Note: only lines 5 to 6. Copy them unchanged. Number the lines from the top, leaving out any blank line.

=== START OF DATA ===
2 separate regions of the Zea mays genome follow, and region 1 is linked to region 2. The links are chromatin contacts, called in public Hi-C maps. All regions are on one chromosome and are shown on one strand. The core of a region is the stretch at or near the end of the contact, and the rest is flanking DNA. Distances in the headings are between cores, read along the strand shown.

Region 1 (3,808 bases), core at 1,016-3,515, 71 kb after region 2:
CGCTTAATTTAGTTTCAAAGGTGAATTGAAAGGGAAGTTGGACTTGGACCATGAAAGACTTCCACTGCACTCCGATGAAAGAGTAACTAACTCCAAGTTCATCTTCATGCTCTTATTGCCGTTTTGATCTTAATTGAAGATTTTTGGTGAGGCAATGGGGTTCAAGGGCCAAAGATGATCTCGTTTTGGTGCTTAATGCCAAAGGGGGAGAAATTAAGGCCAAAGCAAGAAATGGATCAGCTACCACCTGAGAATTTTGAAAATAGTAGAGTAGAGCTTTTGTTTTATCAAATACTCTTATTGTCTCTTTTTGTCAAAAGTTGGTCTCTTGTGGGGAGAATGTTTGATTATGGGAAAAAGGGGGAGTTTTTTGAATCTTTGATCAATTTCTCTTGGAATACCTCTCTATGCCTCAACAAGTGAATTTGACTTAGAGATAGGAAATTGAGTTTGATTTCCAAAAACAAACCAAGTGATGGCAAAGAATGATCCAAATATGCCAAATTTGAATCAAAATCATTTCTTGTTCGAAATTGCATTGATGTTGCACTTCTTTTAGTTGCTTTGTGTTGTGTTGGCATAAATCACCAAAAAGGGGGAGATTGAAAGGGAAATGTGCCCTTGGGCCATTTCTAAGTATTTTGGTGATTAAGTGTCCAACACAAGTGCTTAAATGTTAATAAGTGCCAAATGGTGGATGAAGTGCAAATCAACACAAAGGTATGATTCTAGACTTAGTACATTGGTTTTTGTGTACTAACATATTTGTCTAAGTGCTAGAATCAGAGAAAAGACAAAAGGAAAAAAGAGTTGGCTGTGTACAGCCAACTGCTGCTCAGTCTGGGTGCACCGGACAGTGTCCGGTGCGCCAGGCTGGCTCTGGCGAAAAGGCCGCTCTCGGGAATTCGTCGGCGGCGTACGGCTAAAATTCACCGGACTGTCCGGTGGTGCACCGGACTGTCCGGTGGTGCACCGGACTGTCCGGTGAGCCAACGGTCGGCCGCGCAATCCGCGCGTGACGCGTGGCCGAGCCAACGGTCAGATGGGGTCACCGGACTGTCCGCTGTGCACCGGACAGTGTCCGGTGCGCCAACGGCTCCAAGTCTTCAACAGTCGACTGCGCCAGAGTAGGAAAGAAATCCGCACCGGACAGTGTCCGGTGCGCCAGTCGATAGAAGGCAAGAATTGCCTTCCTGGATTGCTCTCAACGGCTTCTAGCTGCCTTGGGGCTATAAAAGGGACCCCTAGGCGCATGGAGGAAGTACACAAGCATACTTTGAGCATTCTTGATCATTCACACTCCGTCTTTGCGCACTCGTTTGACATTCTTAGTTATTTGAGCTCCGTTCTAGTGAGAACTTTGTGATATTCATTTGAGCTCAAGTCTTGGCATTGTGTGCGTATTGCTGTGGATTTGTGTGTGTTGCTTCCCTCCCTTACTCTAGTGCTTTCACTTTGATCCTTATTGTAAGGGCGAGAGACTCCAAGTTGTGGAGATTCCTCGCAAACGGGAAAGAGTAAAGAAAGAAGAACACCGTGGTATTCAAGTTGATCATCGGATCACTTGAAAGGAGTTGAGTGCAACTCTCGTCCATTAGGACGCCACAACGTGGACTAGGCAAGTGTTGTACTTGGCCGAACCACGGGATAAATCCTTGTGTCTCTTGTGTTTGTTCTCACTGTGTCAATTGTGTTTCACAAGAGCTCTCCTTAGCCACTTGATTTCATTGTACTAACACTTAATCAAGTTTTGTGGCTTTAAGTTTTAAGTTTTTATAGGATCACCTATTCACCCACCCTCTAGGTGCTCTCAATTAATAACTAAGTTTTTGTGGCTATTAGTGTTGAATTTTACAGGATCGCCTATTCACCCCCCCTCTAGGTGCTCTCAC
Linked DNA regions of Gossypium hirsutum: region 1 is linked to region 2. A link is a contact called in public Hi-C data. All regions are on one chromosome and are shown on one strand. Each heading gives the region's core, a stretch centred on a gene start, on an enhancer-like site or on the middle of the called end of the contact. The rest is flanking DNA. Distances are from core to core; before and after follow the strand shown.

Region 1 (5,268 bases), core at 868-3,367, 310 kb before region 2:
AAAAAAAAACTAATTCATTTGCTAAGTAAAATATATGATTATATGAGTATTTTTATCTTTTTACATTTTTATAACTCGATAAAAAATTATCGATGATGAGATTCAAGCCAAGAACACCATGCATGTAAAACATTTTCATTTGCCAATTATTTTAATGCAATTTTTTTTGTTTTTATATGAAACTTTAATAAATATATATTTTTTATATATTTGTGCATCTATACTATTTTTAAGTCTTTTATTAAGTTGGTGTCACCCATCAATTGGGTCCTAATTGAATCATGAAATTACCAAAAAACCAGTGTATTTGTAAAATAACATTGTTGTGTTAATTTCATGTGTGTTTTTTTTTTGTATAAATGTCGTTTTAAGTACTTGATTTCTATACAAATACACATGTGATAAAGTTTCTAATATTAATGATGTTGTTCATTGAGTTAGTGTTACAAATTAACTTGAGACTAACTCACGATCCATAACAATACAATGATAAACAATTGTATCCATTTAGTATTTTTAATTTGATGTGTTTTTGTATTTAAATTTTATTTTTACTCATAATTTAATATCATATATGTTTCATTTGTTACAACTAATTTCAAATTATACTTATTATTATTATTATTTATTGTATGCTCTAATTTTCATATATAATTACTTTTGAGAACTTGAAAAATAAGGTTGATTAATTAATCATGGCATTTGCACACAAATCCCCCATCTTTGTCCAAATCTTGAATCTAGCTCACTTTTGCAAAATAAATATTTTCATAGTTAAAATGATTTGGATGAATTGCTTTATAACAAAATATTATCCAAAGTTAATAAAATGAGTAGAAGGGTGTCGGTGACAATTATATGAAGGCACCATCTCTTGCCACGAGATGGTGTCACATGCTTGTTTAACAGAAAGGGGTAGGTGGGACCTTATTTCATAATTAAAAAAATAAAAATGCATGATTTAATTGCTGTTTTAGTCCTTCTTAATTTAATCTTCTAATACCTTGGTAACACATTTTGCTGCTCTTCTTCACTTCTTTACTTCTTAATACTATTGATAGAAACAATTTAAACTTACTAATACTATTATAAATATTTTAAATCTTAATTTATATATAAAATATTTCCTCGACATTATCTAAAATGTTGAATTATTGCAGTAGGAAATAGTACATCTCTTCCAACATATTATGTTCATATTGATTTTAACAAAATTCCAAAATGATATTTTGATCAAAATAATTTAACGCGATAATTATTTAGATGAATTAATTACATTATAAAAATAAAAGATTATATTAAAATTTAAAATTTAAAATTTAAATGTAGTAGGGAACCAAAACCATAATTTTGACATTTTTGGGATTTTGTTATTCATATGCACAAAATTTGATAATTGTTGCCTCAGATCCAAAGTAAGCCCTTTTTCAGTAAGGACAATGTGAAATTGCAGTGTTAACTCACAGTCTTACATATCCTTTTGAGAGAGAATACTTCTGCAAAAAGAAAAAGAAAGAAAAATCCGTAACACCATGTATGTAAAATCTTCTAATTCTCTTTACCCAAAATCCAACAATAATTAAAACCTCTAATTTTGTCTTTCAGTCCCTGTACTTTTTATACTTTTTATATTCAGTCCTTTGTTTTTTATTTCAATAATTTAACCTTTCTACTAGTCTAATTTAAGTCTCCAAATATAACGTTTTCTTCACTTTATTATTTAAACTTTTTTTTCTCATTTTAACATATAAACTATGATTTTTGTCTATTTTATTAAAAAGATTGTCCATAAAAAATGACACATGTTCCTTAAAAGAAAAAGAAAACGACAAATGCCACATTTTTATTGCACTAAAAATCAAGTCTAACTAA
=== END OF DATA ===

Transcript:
Region 1 (5,268 bases), core at 868-3,367, 310 kb before region 2:
AAAAAAAAACTAATTCATTTGCTAAGTAAAATATATGATTATATGAGTATTTTTATCTTTTTACATTTTTATAACTCGATAAAAAATTATCGATGATGAGATTCAAGCCAAGAACACCATGCATGTAAAACATTTTCATTTGCCAATTATTTTAATGCAATTTTTTTTGTTTTTATATGAAACTTTAATAAATATATATTTTTTATATATTTGTGCATCTATACTATTTTTAAGTCTTTTATTAAGTTGGTGTCACCCATCAATTGGGTCCTAATTGAATCATGAAATTACCAAAAAACCAGTGTATTTGTAAAATAACATTGTTGTGTTAATTTCATGTGTGTTTTTTTTTTGTATAAATGTCGTTTTAAGTACTTGATTTCTATACAAATACACATGTGATAAAGTTTCTAATATTAATGATGTTGTTCATTGAGTTAGTGTTACAAATTAACTTGAGACTAACTCACGATCCATAACAATACAATGATAAACAATTGTATCCATTTAGTATTTTTAATTTGATGTGTTTTTGTATTTAAATTTTATTTTTACTCATAATTTAATATCATATATGTTTCATTTGTTACAACTAATTTCAAATTATACTTATTATTATTATTATTTATTGTATGCTCTAATTTTCATATATAATTACTTTTGAGAACTTGAAAAATAAGGTTGATTAATTAATCATGGCATTTGCACACAAATCCCCCATCTTTGTCCAAATCTTGAATCTAGCTCACTTTTGCAAAATAAATATTTTCATAGTTAAAATGATTTGGATGAATTGCTTTATAACAAAATATTATCCAAAGTTAATAAAATGAGTAGAAGGGTGTCGGTGACAATTATATGAAGGCACCATCTCTTGCCACGAGATGGTGTCACATGCTTGTTTAACAGAAAGGGGTAGGTGGGACCTTATTTCATAATTAAAAAAATAAAAATGCATGATTTAATTGCTGTTTTAGTCCTTCTTAATTTAATCTTCTAATACCTTGGTAACACATTTTGCTGCTCTTCTTCACTTCTTTACTTCTTAATACTATTGATAGAAACAATTTAAACTTACTAATACTATTATAAATATTTTAAATCTTAATTTATATATAAAATATTTCCTCGACATTATCTAAAATGTTGAATTATTGCAGTAGGAAATAGTACATCTCTTCCAACATATTATGTTCATATTGATTTTAACAAAATTCCAAAATGATATTTTGATCAAAATAATTTAACGCGATAATTATTTAGATGAATTAATTACATTATAAAAATAAAAGATTATATTAAAATTTAAAATTTAAAATTTAAATGTAGTAGGGAACCAAAACCATAATTTTGACATTTTTGGGATTTTGTTATTCATATGCACAAAATTTGATAATTGTTGCCTCAGATCCAAAGTAAGCCCTTTTTCAGTAAGGACAATGTGAAATTGCAGTGTTAACTCACAGTCTTACATATCCTTTTGAGAGAGAATACTTCTGCAAAAAGAAAAAGAAAGAAAAATCCGTAACACCATGTATGTAAAATCTTCTAATTCTCTTTACCCAAAATCCAACAATAATTAAAACCTCTAATTTTGTCTTTCAGTCCCTGTACTTTTTATACTTTTTATATTCAGTCCTTTGTTTTTTATTTCAATAATTTAACCTTTCTACTAGTCTAATTTAAGTCTCCAAATATAACGTTTTCTTCACTTTATTATTTAAACTTTTTTTTCTCATTTTAACATATAAACTATGATTTTTGTCTATTTTATTAAAAAGATTGTCCATAAAAAATGACACATGTTCCTTAAAAGAAAAAGAAAACGACAAATGCCACATTTTTATTGCACTAAAAATCAAGTCTAACTAA